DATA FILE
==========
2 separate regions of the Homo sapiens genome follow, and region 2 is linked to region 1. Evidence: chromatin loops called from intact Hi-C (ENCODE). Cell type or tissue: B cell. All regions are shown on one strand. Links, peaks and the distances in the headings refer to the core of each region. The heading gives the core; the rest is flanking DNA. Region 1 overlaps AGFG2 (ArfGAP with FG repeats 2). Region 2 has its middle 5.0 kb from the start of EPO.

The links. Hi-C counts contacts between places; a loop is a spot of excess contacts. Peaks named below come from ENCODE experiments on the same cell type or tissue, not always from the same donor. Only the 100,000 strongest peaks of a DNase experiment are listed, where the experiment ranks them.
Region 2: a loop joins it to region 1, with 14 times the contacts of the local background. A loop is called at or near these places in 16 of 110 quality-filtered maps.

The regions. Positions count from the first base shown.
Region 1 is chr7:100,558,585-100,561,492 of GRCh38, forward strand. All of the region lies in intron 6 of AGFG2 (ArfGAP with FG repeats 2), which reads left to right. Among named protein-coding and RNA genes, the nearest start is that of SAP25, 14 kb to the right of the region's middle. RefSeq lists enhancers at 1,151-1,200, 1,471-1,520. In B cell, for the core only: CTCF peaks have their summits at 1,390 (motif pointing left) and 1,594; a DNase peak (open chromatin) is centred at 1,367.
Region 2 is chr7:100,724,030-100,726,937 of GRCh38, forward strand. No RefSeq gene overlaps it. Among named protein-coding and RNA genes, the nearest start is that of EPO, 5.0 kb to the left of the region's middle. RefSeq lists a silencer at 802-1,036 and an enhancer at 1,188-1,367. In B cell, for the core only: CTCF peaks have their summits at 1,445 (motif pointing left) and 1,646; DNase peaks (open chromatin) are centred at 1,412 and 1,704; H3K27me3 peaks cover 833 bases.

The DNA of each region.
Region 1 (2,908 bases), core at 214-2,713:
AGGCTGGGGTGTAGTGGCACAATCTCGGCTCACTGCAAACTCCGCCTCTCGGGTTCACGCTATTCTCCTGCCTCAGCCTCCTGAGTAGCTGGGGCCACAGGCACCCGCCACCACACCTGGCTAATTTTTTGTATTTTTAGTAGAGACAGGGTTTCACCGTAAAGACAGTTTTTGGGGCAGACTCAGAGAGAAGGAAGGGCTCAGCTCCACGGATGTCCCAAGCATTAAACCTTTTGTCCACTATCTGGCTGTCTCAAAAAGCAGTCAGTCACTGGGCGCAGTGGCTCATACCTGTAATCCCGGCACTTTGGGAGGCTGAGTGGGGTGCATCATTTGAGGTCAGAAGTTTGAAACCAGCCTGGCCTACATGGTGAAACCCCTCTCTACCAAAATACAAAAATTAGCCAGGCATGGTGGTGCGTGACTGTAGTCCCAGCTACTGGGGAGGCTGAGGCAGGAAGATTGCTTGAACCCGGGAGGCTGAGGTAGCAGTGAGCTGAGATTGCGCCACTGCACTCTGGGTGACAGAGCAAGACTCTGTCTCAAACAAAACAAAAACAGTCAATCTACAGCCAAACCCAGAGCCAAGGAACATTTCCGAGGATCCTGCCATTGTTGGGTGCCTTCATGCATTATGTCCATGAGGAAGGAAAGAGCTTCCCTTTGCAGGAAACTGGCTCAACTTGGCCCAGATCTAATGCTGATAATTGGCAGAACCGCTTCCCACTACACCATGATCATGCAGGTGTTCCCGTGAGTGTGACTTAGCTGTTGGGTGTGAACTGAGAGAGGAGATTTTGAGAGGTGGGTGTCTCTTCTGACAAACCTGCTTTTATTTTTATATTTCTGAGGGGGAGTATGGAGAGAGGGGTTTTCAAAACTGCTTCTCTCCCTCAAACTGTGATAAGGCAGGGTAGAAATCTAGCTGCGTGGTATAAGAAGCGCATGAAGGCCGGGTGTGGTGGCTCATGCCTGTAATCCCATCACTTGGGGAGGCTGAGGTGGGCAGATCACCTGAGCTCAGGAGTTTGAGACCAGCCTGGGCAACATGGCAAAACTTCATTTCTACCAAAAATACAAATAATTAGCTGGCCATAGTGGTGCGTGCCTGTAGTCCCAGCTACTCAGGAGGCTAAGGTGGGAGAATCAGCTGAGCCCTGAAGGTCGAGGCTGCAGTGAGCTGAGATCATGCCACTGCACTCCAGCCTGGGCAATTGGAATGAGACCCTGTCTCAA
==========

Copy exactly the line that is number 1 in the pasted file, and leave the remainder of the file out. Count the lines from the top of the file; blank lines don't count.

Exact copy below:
2 separate regions of the Homo sapiens genome follow, and region 2 is linked to region 1. Evidence: chromatin loops called from intact Hi-C (ENCODE). Cell type or tissue: B cell. All regions are shown on one strand. Links, peaks and the distances in the headings refer to the core of each region. The heading gives the core; the rest is flanking DNA. Region 1 overlaps AGFG2 (ArfGAP with FG repeats 2). Region 2 has its middle 5.0 kb from the start of EPO.